Just a week ago we were doting on NASCAR Sprint Cup driver Kyle Larson for shining a spotlight on independent country music badass Whitey Morgan with his official intro music at the Bristol Motor Speedway. Well just a week later, and Larson may have outdone himself for showing the public his passion for true country music.
At next Saturday’s (Sept. 3rd) race at Darlington for the NASCAR XFINITY Series, Kyle Larson will be driving with a paint scheme inspired by the great Country Music Hall of Famer and occasional NASCAR driver Marty Robbins. Chip Ganassi Racing and oil company ENOS are bringing back Marty Robbin’s legendary No. 42 race car with its purple and yellow color scheme for the event.
Robbins may be best known for huge country hits like “El Paso,” “Big Iron,” and “Devil Woman,” but he also had a serious NASCAR career on the side. He competed in a total of 35 NASCAR races and logged 6 top ten finishes. “You know,” Robbins joked in 1975, “I could win any race I entered. But as soon as I did Cale Yarborough or Richard Petty or somebody would pick up a guitar and start singing. So I let them win out there.”
In fact one of the most legendary stories in NASCAR history is attributed to Marty Robbins. As Saving Country Music first posted about in 2013, Marty once saved the life of NASCAR driver and now team owner Richard Childress.
On October 6, 1974 during the Charlotte 500, Richard Childress and three other drivers wrecked along the front straightaway on the 2nd lap of the race. Marty Robbins turned his purple and yellow #42 Dodge onto the straightaway doing 160 mph and was shocked to find four cars completely blocking the race track. There was nowhere for Marty to go.
“The only thing I knew was that there were people in those wrecked cars in front of me and I couldn’t hit one of them because they’d probably not walk away from it,” Marty explained to Country Music Roundup magazine in March of 1975.
“I looked down the track and saw Marty coming right at me,” Richard Childress recalled in 1975. “I knew if he hit me in the driver’s side I’d either be mangled badly or killed. There was no way of me escaping injury and no way out of his path. Then I saw something I am still not sure I can believe. Marty turned the wheel of the car right and it veered into the concrete wall.”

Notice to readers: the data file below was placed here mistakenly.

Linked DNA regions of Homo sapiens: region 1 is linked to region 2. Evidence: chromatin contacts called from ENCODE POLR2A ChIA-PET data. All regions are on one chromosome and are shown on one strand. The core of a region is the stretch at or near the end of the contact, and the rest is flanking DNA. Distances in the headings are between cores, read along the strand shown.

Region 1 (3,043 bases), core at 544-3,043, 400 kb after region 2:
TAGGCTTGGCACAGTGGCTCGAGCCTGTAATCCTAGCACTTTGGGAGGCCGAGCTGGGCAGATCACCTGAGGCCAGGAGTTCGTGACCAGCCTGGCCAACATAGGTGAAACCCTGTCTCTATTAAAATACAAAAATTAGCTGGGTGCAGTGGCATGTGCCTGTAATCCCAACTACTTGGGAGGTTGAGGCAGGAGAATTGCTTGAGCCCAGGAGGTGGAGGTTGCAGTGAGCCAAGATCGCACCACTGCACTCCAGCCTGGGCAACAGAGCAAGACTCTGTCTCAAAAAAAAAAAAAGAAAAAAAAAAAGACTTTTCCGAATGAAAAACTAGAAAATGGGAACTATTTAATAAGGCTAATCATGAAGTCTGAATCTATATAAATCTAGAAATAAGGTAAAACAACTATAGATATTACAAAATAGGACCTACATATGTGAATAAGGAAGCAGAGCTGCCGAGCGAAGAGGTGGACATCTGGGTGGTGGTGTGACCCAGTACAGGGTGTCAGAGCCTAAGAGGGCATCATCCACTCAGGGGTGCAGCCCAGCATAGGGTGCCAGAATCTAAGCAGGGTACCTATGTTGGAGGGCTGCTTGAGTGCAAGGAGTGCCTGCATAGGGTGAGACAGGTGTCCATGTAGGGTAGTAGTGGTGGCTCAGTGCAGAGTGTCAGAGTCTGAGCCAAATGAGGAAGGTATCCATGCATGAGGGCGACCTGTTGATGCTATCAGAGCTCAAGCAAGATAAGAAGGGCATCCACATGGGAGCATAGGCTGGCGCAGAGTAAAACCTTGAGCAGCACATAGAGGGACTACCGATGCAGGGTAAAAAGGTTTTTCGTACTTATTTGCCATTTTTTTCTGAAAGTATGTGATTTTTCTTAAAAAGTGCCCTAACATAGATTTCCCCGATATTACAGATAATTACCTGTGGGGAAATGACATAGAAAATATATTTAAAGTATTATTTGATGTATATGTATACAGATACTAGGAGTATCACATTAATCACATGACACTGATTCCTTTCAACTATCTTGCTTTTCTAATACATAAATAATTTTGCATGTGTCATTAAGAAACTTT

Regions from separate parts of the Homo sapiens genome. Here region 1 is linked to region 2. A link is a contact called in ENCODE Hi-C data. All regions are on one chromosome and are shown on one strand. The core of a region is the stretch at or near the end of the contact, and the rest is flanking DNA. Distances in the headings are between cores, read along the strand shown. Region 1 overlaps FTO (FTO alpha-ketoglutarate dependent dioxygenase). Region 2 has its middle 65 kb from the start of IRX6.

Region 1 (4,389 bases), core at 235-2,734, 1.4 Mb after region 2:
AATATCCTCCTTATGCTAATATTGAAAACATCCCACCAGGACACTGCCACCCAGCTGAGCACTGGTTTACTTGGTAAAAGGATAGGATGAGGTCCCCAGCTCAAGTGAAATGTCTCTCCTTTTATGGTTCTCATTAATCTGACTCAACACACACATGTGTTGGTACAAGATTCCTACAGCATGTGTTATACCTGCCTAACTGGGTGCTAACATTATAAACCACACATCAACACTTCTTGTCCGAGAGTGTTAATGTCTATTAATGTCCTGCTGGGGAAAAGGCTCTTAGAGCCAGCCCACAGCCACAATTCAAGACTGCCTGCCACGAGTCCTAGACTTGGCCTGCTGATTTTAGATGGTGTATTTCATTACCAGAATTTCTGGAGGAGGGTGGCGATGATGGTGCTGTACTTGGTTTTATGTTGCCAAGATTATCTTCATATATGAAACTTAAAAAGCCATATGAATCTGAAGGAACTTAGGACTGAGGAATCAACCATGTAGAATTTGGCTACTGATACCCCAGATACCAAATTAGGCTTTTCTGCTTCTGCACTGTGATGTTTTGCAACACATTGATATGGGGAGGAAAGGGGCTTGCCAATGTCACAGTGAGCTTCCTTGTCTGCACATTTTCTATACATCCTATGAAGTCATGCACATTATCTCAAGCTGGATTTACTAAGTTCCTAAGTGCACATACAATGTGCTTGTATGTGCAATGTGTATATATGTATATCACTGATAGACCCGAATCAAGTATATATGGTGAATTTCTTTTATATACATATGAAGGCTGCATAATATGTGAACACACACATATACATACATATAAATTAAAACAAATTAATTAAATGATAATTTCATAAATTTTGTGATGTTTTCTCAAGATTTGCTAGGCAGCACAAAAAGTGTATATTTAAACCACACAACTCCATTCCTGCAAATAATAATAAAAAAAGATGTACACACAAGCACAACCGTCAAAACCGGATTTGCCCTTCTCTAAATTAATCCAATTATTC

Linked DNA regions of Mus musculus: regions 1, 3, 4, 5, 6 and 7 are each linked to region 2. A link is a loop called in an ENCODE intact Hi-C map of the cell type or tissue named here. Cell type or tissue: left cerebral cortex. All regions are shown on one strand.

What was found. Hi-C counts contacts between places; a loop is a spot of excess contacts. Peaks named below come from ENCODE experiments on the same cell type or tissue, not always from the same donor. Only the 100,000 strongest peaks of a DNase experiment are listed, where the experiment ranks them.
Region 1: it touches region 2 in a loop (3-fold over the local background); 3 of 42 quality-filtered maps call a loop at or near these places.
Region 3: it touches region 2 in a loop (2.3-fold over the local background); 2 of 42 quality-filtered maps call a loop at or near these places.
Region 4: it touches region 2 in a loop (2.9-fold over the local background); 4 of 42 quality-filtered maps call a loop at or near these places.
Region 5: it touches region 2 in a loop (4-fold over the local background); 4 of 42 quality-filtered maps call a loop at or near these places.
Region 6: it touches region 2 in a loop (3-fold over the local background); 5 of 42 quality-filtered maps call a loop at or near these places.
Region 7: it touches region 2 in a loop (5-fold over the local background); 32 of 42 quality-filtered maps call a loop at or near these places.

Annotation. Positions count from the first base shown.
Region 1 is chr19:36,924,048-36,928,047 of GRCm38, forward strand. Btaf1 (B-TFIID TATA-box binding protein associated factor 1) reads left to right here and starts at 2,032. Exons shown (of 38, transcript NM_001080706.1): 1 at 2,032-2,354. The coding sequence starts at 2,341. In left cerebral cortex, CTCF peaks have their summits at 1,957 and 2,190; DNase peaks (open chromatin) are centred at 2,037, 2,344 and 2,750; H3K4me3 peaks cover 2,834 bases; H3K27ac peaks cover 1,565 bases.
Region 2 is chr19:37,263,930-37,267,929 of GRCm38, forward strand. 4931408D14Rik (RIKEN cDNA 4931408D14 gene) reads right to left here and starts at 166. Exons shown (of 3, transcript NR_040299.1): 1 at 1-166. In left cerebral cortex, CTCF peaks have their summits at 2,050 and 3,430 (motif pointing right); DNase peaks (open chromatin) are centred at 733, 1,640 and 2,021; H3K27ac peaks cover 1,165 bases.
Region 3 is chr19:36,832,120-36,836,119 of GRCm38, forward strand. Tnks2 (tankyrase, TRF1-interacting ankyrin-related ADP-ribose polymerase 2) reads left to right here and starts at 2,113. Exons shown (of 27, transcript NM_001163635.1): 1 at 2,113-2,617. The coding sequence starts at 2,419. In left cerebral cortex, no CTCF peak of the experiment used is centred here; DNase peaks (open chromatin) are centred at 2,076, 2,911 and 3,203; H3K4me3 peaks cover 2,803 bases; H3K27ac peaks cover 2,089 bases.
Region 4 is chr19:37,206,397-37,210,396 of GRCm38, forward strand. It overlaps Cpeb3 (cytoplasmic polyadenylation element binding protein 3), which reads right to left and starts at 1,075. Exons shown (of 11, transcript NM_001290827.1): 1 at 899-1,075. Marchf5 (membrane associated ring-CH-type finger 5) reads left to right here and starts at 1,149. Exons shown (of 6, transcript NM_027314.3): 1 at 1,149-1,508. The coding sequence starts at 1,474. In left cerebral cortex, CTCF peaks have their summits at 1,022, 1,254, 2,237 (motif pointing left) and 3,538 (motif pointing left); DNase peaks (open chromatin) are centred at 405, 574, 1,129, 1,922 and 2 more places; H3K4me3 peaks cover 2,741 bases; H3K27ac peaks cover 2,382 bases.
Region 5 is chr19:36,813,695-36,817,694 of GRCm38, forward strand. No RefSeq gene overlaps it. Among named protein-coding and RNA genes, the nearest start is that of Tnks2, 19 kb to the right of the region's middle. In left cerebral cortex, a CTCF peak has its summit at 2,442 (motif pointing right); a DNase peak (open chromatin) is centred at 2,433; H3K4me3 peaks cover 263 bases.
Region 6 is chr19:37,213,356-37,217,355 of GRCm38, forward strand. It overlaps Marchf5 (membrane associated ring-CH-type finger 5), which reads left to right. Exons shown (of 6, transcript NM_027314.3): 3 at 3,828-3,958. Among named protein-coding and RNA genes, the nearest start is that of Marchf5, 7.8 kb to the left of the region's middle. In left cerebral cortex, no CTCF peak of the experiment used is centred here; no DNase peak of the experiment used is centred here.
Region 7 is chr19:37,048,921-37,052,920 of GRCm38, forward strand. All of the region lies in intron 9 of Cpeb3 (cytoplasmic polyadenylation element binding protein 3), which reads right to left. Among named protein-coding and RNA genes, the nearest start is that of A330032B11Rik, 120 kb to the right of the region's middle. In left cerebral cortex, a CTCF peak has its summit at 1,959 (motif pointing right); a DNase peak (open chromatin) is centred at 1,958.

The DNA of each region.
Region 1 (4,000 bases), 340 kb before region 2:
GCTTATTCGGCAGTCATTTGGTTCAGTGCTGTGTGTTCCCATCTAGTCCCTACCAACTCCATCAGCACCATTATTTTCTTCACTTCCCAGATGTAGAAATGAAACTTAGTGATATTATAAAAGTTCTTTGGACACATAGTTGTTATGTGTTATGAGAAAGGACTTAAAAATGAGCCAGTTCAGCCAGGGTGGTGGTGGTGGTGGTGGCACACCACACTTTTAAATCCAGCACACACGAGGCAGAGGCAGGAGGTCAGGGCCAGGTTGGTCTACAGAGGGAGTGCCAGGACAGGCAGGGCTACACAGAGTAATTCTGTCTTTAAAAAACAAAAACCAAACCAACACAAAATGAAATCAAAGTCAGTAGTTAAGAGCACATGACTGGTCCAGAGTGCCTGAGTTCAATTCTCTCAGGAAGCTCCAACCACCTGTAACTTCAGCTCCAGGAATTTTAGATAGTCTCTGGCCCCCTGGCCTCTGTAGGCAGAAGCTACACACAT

With a split second to make a decision, Marty Robbins decided to risk his own life by plowing 160 mph into the concrete barrier instead of smashing into the pile of cars. The crowd fell silent for a full minute until finally Marty Robbins could be seen emerging from the mangled #42 Dodge. Marty boarded a stretcher from an ambulance and was taken to the infield care center. He was later transferred to the Charlotte Memorial Hospital where he received 32 stitches to close a gash between his eyes. He also suffered two broken ribs and a broken tailbone in the incident.
After the race, a NASCAR official was quoted saying, “What he (Marty) did out there today saved at least one life and probably kept some other drivers from being maimed. He could have killed himself moving into that wall that way. But in the split second that counted he chose to possibly give his life over hurting somebody else. I don’t think you can be much more of a man than that.”
Richard Childress was quoted after the race saying, “There is no doubt in my mind I wouldn’t be here talking to you right now if Marty Robbins hadn’t risked his life to save me.”
When Kyle Larson takes the honorary Chip Ganassi #42 Marty Robbins car on the the Darlington race track on Saturday, he won’t just be paying tribute to a country music legend, but a legend of the racing world that once put his own life in peril to save another.